The US Corporate Transparency Act – compliance, exemptions and penalties

21 March 2024 / Insight posted in Article

The Corporate Transparency Act came into effect in the US on 1 January 2024. Personal details, such as names and addresses, of those who exercise substantial control or are 25% beneficial owners of US entities and foreign entities that are registered to do business in the US, must be reported to the Financial Crimes Enforcement Network. We need to consider a group structure chart to identify the ultimate individual owner unless they only hold their interest through an exempt parent company.  

It’s an informational filing, due by 1 January 2025 for a business in existence pre-2024 and within 90 days if formed during 2024 or 30 days if formed later.  

Additionally, companies are required to report information about themselves including their legal name, trade name, their US place of business, where formed/registered, taxpayer identification number and confirmation of whether it is filing an initial report or amendment. The information will not be publicly available but upon request by several parties, including federal, state, local and tribal officials, foreign officials and some financial institutions and their regulators.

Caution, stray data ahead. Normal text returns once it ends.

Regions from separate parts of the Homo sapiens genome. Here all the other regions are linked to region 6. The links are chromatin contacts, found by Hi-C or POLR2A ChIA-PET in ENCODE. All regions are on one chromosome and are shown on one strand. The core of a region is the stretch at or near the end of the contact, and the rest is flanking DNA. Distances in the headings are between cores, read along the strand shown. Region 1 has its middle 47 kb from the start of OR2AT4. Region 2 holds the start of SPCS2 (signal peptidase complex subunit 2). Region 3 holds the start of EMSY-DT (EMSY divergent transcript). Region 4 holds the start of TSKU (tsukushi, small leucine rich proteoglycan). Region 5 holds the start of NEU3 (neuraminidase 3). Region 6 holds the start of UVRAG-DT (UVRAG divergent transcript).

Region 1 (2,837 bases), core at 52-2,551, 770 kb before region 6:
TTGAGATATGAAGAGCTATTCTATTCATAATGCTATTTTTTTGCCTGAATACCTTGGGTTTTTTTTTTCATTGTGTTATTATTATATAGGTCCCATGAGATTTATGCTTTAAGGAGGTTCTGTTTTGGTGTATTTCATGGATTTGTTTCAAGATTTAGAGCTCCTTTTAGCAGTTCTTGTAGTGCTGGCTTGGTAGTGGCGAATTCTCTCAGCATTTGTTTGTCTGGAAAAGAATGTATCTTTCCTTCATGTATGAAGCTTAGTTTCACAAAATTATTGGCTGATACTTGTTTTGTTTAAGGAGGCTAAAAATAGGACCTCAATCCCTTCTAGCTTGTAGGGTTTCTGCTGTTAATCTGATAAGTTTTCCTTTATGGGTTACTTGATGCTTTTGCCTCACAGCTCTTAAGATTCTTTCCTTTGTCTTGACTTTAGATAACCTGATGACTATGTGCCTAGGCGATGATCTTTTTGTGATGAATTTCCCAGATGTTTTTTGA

There are several exemptions, which are automatic, so no action need be taken if exempt. However, if the exemption ceases to apply, you need to take immediate action and file within 30 days. 

Civil violation penalties are up to $500 for each day that the violation continues. More severe are the criminal penalties of up to two years’ imprisonment and a fine of up to $10,000. Potential violations include wilfully failing to file a beneficial ownership information report, wilfully filing false beneficial ownership information, or wilfully failing to correct or update previously reported beneficial ownership information. 

It is important that you consider this as soon as possible, as going up the chain is difficult and time-consuming. The window is now open for filings and they can be filed early where the information is available. 

The beneficial ownership information reporting under the Corporate Transparency Act filing is incredibly complex in certain scenarios, so it is worth investing in doing it correctly. This will ensure regulatory compliance and avoid mistakes, amendments and penalties.  

If you would like to know more about the Corporate Transparency Act, including the detailed criteria of exemptions, feel free to contact our team. 

Get in touch

How did you hear about us?